(3) Harris cites unnamed scientists who, he says, do not want to have their names published because of fear of being called racist, but who are said to agree with him. Not knowing who they are one is, of course, unable to confirm what they said or meant as well as to assess their qualifications, their potential agendas and biases, and if they are even from a relevant field of research. (Note that according to Wikipedia Charles Murray, with whom that whole discussion started, is a "political scientist, author, and columnist" working for a conservative think tank. That is, he is not an expert in the areas of population genetics, human cognitive development, comparative assessments, or any other field of relevance.)

I find that a bit disappointing. For all Harris' claims that the science is clearly on Charles Murray's side, it rather looks to me as if his argumentation runs simply as follows: There are differences in IQ between groups, and these differences must obviously have a genetic component, because everything has a genetic component. And that's it, at least as far as one can tell from the conversation with Klein.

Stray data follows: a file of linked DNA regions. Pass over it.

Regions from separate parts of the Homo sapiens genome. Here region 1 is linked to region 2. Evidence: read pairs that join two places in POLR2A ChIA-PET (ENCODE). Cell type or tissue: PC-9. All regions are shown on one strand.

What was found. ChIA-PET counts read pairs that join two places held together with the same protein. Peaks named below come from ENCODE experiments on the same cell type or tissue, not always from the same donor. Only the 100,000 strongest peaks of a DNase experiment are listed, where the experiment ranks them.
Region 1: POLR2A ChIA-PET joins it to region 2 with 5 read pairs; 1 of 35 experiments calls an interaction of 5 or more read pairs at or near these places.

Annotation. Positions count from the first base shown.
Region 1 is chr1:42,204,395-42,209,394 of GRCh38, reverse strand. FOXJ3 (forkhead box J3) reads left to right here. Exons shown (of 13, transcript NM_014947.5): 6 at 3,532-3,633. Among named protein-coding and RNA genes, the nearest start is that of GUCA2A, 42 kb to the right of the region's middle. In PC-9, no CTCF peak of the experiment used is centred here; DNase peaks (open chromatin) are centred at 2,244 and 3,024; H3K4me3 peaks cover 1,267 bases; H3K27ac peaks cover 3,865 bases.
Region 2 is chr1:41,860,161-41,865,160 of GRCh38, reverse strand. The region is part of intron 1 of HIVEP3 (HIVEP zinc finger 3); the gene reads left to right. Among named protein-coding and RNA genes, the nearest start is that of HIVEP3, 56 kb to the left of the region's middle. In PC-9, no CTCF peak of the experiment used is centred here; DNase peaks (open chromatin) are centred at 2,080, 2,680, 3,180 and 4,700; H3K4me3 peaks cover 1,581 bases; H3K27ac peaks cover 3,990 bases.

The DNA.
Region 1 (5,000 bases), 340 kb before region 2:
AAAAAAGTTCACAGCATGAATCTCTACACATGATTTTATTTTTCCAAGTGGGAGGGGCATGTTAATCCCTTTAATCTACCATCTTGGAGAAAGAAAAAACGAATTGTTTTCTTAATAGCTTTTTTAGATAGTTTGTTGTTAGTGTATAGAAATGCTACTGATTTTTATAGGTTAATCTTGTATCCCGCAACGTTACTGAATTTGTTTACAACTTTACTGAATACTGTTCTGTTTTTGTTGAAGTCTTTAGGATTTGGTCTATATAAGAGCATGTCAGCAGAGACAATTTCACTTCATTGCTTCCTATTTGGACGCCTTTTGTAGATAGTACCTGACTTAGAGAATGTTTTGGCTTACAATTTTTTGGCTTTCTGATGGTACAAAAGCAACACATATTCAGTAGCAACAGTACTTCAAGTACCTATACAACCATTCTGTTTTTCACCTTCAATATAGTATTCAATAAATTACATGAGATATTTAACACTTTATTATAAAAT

1. >But his otherwise reasonable points are completely overshadowed by his tendency to make it all about how mean his critics are to him for calling him biased

    We all have bias. That's not waht Harris complained about. He complained about being characterized as racist. But for you to downplay such a crucial and obvious aspect of this argument, suggests some strong bias on your behalf. To the extent that I'm inclined to interpret most of what you you write after that as largely the byproduct of misinformation.

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    2. Hm. I just reread the Vox piece that Harris found unfair, and I am not sure I can even see where he is characterised as racist. The authors go out of their way to characterise him as a critical thinker who may have overlooked how weak Murray's case is. In fact they argue a lot of the same things about how one needs to freely and objectively discuss the science that Harris argued.